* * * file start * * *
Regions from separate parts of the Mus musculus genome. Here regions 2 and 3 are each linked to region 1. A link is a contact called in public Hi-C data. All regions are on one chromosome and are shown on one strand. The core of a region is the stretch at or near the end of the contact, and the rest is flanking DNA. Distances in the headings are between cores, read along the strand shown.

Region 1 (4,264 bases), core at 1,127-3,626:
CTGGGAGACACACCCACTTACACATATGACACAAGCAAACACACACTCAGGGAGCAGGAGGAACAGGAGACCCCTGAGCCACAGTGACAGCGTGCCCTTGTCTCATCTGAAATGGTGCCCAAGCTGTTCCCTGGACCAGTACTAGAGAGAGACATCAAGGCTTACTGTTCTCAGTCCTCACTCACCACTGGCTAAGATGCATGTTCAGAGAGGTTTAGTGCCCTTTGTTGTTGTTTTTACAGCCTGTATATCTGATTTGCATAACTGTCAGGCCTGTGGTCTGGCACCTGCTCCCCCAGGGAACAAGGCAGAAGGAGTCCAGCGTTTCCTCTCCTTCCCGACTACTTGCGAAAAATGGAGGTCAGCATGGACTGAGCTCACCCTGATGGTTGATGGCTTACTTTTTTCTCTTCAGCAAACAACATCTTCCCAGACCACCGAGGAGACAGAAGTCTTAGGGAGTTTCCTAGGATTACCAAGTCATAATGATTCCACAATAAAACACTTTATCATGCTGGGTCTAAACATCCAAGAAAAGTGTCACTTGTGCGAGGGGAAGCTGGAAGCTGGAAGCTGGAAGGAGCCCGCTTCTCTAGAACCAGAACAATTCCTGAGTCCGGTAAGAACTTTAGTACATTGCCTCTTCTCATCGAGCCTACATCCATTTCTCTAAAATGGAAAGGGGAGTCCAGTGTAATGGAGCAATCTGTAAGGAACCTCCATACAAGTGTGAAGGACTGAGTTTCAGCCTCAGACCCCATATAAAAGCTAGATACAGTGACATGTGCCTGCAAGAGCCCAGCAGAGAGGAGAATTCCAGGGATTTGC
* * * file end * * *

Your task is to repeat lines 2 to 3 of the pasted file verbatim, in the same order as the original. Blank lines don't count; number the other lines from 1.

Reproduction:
Region 1 (4,264 bases), core at 1,127-3,626:
CTGGGAGACACACCCACTTACACATATGACACAAGCAAACACACACTCAGGGAGCAGGAGGAACAGGAGACCCCTGAGCCACAGTGACAGCGTGCCCTTGTCTCATCTGAAATGGTGCCCAAGCTGTTCCCTGGACCAGTACTAGAGAGAGACATCAAGGCTTACTGTTCTCAGTCCTCACTCACCACTGGCTAAGATGCATGTTCAGAGAGGTTTAGTGCCCTTTGTTGTTGTTTTTACAGCCTGTATATCTGATTTGCATAACTGTCAGGCCTGTGGTCTGGCACCTGCTCCCCCAGGGAACAAGGCAGAAGGAGTCCAGCGTTTCCTCTCCTTCCCGACTACTTGCGAAAAATGGAGGTCAGCATGGACTGAGCTCACCCTGATGGTTGATGGCTTACTTTTTTCTCTTCAGCAAACAACATCTTCCCAGACCACCGAGGAGACAGAAGTCTTAGGGAGTTTCCTAGGATTACCAAGTCATAATGATTCCACAATAAAACACTTTATCATGCTGGGTCTAAACATCCAAGAAAAGTGTCACTTGTGCGAGGGGAAGCTGGAAGCTGGAAGCTGGAAGGAGCCCGCTTCTCTAGAACCAGAACAATTCCTGAGTCCGGTAAGAACTTTAGTACATTGCCTCTTCTCATCGAGCCTACATCCATTTCTCTAAAATGGAAAGGGGAGTCCAGTGTAATGGAGCAATCTGTAAGGAACCTCCATACAAGTGTGAAGGACTGAGTTTCAGCCTCAGACCCCATATAAAAGCTAGATACAGTGACATGTGCCTGCAAGAGCCCAGCAGAGAGGAGAATTCCAGGGATTTGC